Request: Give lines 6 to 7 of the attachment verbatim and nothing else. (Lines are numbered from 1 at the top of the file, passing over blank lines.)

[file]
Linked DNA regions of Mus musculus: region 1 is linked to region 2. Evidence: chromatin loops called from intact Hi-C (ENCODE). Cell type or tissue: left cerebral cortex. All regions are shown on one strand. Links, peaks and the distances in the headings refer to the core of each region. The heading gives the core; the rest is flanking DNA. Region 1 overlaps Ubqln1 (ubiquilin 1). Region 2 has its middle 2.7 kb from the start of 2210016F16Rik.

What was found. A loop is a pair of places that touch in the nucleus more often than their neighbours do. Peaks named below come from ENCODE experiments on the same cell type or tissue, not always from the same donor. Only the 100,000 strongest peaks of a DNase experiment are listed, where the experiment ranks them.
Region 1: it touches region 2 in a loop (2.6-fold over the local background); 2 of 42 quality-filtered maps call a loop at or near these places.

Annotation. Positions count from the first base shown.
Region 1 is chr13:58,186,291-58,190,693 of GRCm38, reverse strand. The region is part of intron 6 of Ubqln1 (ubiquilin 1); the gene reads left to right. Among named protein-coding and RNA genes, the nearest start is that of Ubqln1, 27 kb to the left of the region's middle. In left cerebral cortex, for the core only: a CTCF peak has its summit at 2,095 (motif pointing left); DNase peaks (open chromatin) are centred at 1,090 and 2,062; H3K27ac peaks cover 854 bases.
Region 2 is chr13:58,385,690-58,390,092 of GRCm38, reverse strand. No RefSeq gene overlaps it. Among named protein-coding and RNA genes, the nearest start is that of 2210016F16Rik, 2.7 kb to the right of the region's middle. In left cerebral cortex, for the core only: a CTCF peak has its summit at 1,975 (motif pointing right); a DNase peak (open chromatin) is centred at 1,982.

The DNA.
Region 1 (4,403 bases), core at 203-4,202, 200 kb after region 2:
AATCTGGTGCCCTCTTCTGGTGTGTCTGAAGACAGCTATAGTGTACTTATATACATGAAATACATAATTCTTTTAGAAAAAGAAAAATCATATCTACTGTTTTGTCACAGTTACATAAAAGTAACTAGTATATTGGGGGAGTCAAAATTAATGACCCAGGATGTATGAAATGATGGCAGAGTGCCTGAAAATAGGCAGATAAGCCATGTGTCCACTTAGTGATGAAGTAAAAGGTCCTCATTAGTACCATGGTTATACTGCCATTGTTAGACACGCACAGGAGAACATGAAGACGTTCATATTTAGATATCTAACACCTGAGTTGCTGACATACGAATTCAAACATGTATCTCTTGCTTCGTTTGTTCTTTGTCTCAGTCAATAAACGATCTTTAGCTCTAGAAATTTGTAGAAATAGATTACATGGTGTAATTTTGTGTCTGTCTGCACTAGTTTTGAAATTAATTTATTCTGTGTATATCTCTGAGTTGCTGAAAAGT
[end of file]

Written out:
Region 2 is chr13:58,385,690-58,390,092 of GRCm38, reverse strand. No RefSeq gene overlaps it. Among named protein-coding and RNA genes, the nearest start is that of 2210016F16Rik, 2.7 kb to the right of the region's middle. In left cerebral cortex, for the core only: a CTCF peak has its summit at 1,975 (motif pointing right); a DNase peak (open chromatin) is centred at 1,982.

The DNA.